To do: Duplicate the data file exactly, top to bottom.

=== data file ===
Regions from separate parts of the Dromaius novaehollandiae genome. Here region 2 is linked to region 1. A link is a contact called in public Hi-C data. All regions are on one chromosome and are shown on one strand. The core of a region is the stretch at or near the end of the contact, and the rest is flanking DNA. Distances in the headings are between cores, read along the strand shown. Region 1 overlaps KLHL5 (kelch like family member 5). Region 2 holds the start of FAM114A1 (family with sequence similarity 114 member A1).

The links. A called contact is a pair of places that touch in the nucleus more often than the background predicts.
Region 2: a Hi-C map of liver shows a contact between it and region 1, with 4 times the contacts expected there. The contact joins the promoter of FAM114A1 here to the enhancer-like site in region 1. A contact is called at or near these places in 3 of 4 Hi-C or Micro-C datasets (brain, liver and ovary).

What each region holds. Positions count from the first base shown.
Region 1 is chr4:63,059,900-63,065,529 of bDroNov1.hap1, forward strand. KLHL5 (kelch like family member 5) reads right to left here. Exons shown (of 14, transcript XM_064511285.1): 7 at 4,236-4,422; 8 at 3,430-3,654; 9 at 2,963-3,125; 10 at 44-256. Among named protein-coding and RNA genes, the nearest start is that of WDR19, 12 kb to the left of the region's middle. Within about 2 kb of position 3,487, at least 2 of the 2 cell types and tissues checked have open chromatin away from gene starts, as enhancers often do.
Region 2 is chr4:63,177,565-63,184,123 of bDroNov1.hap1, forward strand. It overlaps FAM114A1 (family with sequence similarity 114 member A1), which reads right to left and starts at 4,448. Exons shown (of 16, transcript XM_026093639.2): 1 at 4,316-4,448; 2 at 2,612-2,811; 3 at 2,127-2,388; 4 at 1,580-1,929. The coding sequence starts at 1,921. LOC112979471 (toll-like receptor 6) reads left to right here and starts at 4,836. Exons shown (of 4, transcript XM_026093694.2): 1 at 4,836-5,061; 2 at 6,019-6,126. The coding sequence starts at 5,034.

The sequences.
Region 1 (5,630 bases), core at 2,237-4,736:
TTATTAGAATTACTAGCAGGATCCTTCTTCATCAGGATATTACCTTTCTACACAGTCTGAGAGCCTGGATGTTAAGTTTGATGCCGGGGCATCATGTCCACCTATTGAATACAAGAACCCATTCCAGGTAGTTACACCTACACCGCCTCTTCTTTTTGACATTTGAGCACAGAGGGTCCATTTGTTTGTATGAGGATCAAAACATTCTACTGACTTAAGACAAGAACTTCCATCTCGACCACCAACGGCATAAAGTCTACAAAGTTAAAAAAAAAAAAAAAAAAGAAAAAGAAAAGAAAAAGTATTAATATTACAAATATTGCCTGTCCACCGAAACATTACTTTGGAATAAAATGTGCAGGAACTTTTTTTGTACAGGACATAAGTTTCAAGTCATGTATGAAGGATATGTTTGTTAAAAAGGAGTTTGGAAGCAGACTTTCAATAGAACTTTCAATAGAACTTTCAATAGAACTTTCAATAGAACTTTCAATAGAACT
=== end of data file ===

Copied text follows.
Regions from separate parts of the Dromaius novaehollandiae genome. Here region 2 is linked to region 1. A link is a contact called in public Hi-C data. All regions are on one chromosome and are shown on one strand. The core of a region is the stretch at or near the end of the contact, and the rest is flanking DNA. Distances in the headings are between cores, read along the strand shown. Region 1 overlaps KLHL5 (kelch like family member 5). Region 2 holds the start of FAM114A1 (family with sequence similarity 114 member A1).

The links. A called contact is a pair of places that touch in the nucleus more often than the background predicts.
Region 2: a Hi-C map of liver shows a contact between it and region 1, with 4 times the contacts expected there. The contact joins the promoter of FAM114A1 here to the enhancer-like site in region 1. A contact is called at or near these places in 3 of 4 Hi-C or Micro-C datasets (brain, liver and ovary).

What each region holds. Positions count from the first base shown.
Region 1 is chr4:63,059,900-63,065,529 of bDroNov1.hap1, forward strand. KLHL5 (kelch like family member 5) reads right to left here. Exons shown (of 14, transcript XM_064511285.1): 7 at 4,236-4,422; 8 at 3,430-3,654; 9 at 2,963-3,125; 10 at 44-256. Among named protein-coding and RNA genes, the nearest start is that of WDR19, 12 kb to the left of the region's middle. Within about 2 kb of position 3,487, at least 2 of the 2 cell types and tissues checked have open chromatin away from gene starts, as enhancers often do.
Region 2 is chr4:63,177,565-63,184,123 of bDroNov1.hap1, forward strand. It overlaps FAM114A1 (family with sequence similarity 114 member A1), which reads right to left and starts at 4,448. Exons shown (of 16, transcript XM_026093639.2): 1 at 4,316-4,448; 2 at 2,612-2,811; 3 at 2,127-2,388; 4 at 1,580-1,929. The coding sequence starts at 1,921. LOC112979471 (toll-like receptor 6) reads left to right here and starts at 4,836. Exons shown (of 4, transcript XM_026093694.2): 1 at 4,836-5,061; 2 at 6,019-6,126. The coding sequence starts at 5,034.

The sequences.
Region 1 (5,630 bases), core at 2,237-4,736:
TTATTAGAATTACTAGCAGGATCCTTCTTCATCAGGATATTACCTTTCTACACAGTCTGAGAGCCTGGATGTTAAGTTTGATGCCGGGGCATCATGTCCACCTATTGAATACAAGAACCCATTCCAGGTAGTTACACCTACACCGCCTCTTCTTTTTGACATTTGAGCACAGAGGGTCCATTTGTTTGTATGAGGATCAAAACATTCTACTGACTTAAGACAAGAACTTCCATCTCGACCACCAACGGCATAAAGTCTACAAAGTTAAAAAAAAAAAAAAAAAAGAAAAAGAAAAGAAAAAGTATTAATATTACAAATATTGCCTGTCCACCGAAACATTACTTTGGAATAAAATGTGCAGGAACTTTTTTTGTACAGGACATAAGTTTCAAGTCATGTATGAAGGATATGTTTGTTAAAAAGGAGTTTGGAAGCAGACTTTCAATAGAACTTTCAATAGAACTTTCAATAGAACTTTCAATAGAACTTTCAATAGAACT